The term “digital divide” was used in the United States as early as 1995, long before YouTube or Twitter, before the rise of Khan Academy or online job applications. Twenty years later, the digital divide still exists, and it has never been more costly. Our jobs, economy and education systems have evolved to be almost exclusively accessible on digital platforms. At the same time, broadband adoption rates have flatlined, leaving 25 percent of U.S. households, or approximately 60 million Americans, without an Internet subscription. It should not come as a surprise that our most marginalized populations, like low-income African-Americans and Latinos, make up a large part of the digital divide.
If we are to include all Americans in our digital future, we need bold action and collaborative leadership. We need to understand what works, and what we can learn and apply in more places across the country.
Austin, Texas offers a promising model for how cities can accelerate sustainable broadband adoption. A leader among municipalities working on digital inclusion, the City of Austin believes access to affordable, high-speed Internet for every citizen is critical to economic and workforce development. They have funded and overseen the Grants for Technology Opportunities Program (GTOP) for 17 years, investing in local nonprofits that provide underserved Austinites with access to technology and training on how to use these new resources. The city recently bolstered its efforts by hiring dedicated digital inclusion staff.
Austin has fostered an environment of collaboration that has brought together local nonprofit, corporate and governmental partners to reach unconnected families. The Housing Authority of the City of Austin (HACA), recognized as one of the country’s high-performing public housing providers, has emerged as a digital inclusion leader with a strong vision for connecting residents.
Last November, Austin Pathways, HACA’s nonprofit that runs many of their education and self-sufficiency programs, helped launch “Unlocking the Connection,” an initiative designed to provide its 4,300 housing residents with computers and Internet connections, as well as digital literacy training, conducted by one of their local nonprofit training partners, Austin Free-Net. “Unlocking the Connection” offers a unique and compelling example of a digital inclusion program with tremendous potential.
Manchaca Village, a small public housing development in the southwest part of Austin, is the first property being served by Unlocking the Connection. This pilot project has resulted in nearly universal interest from residents — almost every single resident signed up for free basic home Internet from Google Fiber, which is providing a connection to residents at no cost. Manchaca Village’s computer classes are full, and Austin Free-Net recently held its first graduation ceremony for its “Tech Starters” series of digital literacy courses. Each graduate received a free refurbished computer, thanks to a donation from Austin Community College (ACC).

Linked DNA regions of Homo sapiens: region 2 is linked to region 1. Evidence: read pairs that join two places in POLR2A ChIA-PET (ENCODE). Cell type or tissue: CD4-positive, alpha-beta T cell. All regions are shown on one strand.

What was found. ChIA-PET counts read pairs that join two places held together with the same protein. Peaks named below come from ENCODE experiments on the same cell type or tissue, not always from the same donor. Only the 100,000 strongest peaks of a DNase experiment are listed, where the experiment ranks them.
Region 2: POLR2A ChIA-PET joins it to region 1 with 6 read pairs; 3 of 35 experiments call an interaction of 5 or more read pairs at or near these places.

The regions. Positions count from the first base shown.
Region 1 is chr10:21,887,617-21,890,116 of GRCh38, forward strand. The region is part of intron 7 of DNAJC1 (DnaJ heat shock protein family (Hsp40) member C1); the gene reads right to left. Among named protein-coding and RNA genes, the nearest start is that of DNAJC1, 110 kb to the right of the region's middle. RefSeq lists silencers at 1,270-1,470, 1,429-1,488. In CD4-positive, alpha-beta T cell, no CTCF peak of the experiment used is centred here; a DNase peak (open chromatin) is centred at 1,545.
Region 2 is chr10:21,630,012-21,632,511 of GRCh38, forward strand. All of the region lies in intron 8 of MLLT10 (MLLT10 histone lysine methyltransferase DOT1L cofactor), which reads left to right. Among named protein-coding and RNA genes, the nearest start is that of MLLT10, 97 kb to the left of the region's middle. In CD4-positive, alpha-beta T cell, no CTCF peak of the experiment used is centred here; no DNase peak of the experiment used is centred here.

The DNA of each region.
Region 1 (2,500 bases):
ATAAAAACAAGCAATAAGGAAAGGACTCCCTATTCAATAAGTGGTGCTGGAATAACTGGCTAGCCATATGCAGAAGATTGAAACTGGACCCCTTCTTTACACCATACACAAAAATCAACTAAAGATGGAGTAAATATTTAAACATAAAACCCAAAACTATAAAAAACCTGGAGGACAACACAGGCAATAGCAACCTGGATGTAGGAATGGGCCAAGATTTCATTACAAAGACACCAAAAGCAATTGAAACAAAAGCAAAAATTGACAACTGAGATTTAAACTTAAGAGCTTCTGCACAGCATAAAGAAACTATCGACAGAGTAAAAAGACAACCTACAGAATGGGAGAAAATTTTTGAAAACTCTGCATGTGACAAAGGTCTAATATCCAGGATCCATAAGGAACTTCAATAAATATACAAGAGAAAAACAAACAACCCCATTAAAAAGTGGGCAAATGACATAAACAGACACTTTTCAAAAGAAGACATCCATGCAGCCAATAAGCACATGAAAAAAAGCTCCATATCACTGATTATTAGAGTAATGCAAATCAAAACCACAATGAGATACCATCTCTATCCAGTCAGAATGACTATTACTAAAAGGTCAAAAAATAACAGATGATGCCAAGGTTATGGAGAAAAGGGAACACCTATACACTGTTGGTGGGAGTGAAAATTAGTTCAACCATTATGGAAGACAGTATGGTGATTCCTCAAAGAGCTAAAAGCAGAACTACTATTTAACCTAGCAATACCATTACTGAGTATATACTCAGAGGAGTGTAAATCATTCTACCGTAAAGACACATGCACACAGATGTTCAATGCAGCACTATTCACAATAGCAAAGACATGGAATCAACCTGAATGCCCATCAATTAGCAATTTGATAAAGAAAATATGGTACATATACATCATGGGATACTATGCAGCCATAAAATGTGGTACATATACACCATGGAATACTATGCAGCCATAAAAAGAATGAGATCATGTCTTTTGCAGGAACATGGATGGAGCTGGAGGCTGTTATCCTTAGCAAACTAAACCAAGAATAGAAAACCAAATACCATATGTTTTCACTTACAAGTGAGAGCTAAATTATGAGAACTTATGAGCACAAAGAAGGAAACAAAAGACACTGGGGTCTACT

The way Manchaca Village beat the odds isn’t new or secret. Similar to successful work on social issues such as health inequity or the education achievement gap, their achievements are the result of commitment from and collaboration among all sectors of society — public, private and nonprofit. The solution addresses all barriers to adoption: digital skill-building, awareness of the Internet’s importance, and affordable devices and access.
EveryoneOn has joined HACA, Austin Pathways and Austin Free-Net in its broadband adoption efforts in Austin. We are working closely with HACA to demonstrate the value of home Internet connections at tech ferias, or tech fairs, on HACA properties.
In addition to providing free connections to people in HACA properties, Google Fiber has become a partner more broadly in Austin’s digital inclusion efforts. Not only does Google Fiber offer one of the most affordable ways to get online, but its local community impact team also builds strong partnerships with community-based organizations in each of the cities it serves, identifying and investing in projects that can be amplified with more resources. This philosophy brought Google Fiber to work closely with HACA, Austin Free-Net, and ACC.
By leveraging the specific expertise and reach of each partner, Unlocking the Connection overcomes key barriers to adoption. HACA prioritized necessary infrastructure for broadband adoption and Google Fiber made strategic financial investments, lowering the cost barrier to broadband adoption. Austin Free-Net provides the training needed to promote meaningful use of the new Internet connections. And ACC contributed the refurbished devices that residents will need to get online.
No one can bridge the digital divide alone. But if we work together there’s real potential for impact. If we don’t act, we risk losing another generation of our nation’s best assets and competitive advantage. We must commit to working together and making the Internet accessible and affordable to everyone right now.
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Huffington Post: Tech